2 hours following a dose of famotidine, the time needed for the medication to begin working, you can offer a bland diet. To make this, you’ll combine white or brown rice, boneless, skinless chicken breast and sufficient water for cooking in a stock pot. Boil on medium until it turns to mush and the breast is easily flaked. To avoid nausea, start with small amounts to begin with and offer the amount every 2-4 hours. A few teaspoons to start is typically sufficient and you can work your way up every 2-4 hours in incremental increases until you’re sure no vomiting will be seen. If your companion requires a more palatable food, try adding in pureed baby food in chicken, turkey and similar flavors. Avoid those that contain onion or garlic in the ingredient panel. Work up to feeding exclusively until at least 3 days following the resolution of symptoms. After this, work on slowly switching back to the regular food that your companion typically eats over 10 days. My recommendation is a 10% switch every day. Day 1: 10% new food, 90% old food; Day 2: 20% new food, 80% old food; Day 3: 30% new food, 70% old food, etc. This slow switch process should minimize any risk of GI upset from changing food.

I will be standing by if you have other questions. Let me know if I can help further. Also, before signing off today, please take the time to use the star rating system at the top of the page to leave a rating for me. Until this is done, the website will not compensate me for helping you. You will still be able to chat with me even after issuing a rating.

I will also check in with you over the next few days for updates on your companion to be sure you don’t need any additional assistance. Letting me know how your companion is doing would be greatly appreciated. If you would like to request me in the future for pet-related questions, you can do so by accessing this page: http://www.justanswer.com/pet/expert-pitrottmommy/?rpt=3800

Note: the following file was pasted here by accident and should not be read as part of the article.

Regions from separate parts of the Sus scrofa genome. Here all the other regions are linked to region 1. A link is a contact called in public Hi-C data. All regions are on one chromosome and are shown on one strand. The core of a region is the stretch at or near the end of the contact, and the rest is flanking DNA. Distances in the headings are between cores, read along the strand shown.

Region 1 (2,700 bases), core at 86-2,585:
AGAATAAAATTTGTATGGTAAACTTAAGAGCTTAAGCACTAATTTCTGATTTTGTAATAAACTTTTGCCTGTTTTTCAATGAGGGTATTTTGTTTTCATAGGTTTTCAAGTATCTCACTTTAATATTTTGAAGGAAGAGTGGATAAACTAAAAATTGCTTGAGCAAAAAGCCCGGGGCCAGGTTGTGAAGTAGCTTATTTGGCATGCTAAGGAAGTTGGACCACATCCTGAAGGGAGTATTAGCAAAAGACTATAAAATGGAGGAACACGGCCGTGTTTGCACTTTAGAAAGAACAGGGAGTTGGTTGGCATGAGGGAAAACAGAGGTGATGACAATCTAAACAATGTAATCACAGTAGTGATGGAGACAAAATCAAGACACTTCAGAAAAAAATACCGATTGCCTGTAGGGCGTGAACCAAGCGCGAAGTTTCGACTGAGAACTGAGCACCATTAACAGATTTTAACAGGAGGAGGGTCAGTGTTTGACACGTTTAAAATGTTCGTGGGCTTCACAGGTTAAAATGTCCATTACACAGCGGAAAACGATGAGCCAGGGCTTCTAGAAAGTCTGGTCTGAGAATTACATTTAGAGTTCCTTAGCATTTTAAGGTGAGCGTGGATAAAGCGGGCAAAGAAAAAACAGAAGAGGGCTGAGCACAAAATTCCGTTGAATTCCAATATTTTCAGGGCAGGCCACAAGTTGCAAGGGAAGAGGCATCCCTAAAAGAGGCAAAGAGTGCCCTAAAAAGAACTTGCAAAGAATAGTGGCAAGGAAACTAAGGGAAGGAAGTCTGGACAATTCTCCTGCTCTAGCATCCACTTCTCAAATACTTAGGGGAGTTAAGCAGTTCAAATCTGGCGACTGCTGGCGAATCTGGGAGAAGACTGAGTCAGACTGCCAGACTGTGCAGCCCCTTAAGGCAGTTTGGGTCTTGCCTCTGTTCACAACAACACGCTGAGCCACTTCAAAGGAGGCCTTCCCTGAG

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Dog Veterinarian: PitRottMommy, Veterinary Nurse replied 9 months ago

Checking in. How is Messiah?

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Dog Veterinarian: PitRottMommy, Veterinary Nurse replied 9 months ago
Hi,
I'm just following up on our conversation about your pet. How is everything going?
Customer
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Customer reply replied 9 months ago
Messiah... I took her to the vet because she was getting worse. I was told she have parvo. Messiah was in the hospital for two day having a round the clock care. She is home now but on a lot of meds. She is slowly improving but still not eating or drinking on her own.
Dog Veterinarian: PitRottMommy, Veterinary Nurse replied 9 months ago

I am glad to hear that she received veterinary care and is slowly improving. Don't be afraid to use the directions above including the baby food. It's common for parvo puppies to want to eat fluidy foods first before solid foods. See if the baby food works well, then move up to boiled rice and chicken mixed with baby food, then on to the chicken/rice mixture (or commercial bland diet) and then slowly switch to her dog food once she's eating and drinking well on the bland diet.